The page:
If you’ve been paying attention to Olympic hockey this week, you’re probably aware of team Slovakia’s goaltending issue with Jaroslav Halak. In his first stint against the U.S., he let in 5 goals before being replaced by backup Peter Budaj. The nightmare continued in the next game versus Slovenia, letting in 3 goals on 31 shots.
The thing that people aren’t noticing is the abundance of games in international competition that end up like this. Sure, it can bring down a team in the standings, but let’s not forget how close the Slovaks came to beating the Russians before losing in a shootout. They didn’t allow a goal towards one of the most heavily favored teams in the tournament for a good 65 minutes.
First, we can take a look at the USA game. Letting in 5 goals doesn’t help their cause, but there’s something to take into account: In the past 5 years, 38% of all preliminary top division IIHF matches have had the winning team score 5 goals or more. So if we can assume that every team was average, we can say that any team would be fine with losing one of their games by 5 goals or more, since there are 3 preliminary games.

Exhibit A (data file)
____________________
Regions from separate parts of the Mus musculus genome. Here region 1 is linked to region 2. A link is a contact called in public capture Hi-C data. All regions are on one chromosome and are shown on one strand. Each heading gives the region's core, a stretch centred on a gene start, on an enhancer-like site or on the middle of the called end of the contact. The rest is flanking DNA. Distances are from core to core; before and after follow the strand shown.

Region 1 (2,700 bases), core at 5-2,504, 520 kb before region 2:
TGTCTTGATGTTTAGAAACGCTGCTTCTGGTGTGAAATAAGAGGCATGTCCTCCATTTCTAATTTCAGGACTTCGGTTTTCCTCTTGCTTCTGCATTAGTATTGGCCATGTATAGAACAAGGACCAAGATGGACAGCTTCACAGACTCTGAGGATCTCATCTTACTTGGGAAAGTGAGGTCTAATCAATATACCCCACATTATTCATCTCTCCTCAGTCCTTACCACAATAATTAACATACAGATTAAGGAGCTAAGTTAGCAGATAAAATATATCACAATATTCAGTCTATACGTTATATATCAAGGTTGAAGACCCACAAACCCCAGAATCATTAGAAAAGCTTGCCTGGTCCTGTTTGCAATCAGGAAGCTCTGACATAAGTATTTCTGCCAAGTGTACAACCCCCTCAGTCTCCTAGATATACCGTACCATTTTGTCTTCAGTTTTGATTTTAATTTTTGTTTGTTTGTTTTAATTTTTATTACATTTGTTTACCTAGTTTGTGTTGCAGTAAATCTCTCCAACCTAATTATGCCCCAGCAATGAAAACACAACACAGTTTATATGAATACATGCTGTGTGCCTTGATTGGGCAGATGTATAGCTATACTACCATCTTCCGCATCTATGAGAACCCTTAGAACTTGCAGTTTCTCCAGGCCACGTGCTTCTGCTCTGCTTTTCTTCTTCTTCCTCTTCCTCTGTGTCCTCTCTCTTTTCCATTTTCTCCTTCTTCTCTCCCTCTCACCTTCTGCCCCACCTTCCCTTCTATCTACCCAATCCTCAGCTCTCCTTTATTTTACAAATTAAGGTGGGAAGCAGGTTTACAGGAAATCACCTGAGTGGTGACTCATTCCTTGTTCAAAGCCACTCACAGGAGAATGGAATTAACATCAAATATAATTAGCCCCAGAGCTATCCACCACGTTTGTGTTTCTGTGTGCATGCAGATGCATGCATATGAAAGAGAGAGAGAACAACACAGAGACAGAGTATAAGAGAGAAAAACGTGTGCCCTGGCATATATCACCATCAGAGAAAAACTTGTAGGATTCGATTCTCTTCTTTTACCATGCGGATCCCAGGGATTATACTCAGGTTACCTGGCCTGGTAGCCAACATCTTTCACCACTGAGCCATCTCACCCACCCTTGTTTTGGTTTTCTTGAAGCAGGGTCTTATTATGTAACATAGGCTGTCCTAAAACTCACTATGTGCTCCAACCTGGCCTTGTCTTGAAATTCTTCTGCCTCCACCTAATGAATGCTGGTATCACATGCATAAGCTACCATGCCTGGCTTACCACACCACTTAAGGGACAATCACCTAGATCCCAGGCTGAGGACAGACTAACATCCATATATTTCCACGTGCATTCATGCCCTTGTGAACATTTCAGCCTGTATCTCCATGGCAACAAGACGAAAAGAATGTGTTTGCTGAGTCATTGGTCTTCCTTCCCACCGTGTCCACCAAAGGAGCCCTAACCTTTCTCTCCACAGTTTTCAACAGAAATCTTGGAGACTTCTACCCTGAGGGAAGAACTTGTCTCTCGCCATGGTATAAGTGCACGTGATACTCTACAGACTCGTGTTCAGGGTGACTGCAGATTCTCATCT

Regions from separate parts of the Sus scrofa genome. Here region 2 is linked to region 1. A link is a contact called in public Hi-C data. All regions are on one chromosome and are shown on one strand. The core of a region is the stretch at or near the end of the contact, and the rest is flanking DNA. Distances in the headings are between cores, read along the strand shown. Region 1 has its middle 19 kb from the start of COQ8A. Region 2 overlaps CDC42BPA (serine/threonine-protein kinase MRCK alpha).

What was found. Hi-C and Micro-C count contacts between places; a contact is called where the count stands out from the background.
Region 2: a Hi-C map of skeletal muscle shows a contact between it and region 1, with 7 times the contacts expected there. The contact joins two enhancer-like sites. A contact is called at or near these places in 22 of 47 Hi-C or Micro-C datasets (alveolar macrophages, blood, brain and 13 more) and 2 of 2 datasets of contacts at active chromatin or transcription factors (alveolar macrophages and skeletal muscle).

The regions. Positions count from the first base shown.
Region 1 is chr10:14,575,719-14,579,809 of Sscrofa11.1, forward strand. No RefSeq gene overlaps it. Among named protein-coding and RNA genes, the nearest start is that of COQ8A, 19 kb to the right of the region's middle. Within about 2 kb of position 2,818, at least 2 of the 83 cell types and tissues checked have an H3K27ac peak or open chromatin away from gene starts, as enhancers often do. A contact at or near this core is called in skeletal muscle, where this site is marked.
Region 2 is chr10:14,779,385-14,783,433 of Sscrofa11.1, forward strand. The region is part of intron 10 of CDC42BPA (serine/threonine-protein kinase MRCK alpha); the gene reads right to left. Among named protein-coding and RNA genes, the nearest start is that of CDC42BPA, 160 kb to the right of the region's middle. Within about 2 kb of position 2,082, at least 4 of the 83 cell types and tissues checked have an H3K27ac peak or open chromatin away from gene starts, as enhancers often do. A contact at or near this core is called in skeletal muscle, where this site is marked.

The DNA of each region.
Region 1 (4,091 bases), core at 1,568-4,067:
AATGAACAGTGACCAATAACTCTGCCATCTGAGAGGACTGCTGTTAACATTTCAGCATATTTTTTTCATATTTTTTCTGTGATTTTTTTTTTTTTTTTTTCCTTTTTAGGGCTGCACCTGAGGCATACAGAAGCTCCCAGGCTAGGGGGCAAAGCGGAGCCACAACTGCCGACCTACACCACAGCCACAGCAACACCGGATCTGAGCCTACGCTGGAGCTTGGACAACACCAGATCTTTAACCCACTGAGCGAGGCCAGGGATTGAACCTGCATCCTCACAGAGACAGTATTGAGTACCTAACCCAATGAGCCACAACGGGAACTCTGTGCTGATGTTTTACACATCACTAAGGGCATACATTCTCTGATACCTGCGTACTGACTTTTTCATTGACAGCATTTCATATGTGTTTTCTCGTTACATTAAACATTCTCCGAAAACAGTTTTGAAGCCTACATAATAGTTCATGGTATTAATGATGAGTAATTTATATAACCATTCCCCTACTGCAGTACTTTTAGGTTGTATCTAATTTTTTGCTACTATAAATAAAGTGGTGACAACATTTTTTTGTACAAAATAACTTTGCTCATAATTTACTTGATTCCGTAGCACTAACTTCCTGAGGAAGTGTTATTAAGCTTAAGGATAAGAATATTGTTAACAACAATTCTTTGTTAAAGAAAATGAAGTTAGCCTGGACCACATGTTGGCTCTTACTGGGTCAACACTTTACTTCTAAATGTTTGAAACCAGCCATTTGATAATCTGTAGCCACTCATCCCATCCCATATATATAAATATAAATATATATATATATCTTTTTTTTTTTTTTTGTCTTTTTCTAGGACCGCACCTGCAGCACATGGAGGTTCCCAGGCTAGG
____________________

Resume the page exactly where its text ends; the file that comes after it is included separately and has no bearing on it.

With the Slovenia game, we can look at goals against. In the past 6 years of top division IIHF games, the team that was ranked lowest in the tournament at the beginning had a mean goals for (GF) of 3.07 and a standard deviation of 1.55. So for an average goalie facing the lowest ranked team, we’d expect 3 goals allowed. And even in a best-case-scenario, where he lets in only 1 StdDev less than the mean, (3.07 – 1.55 = 1.52) he would still let in 2 goals if we’re rounding. Even that kind of performance wouldn’t have been enough to backup a Slovak offense that only scored once.
From this article, we can set aside our grudges of starting Halak, because he didn’t do any worse than what an average goalie would’ve done.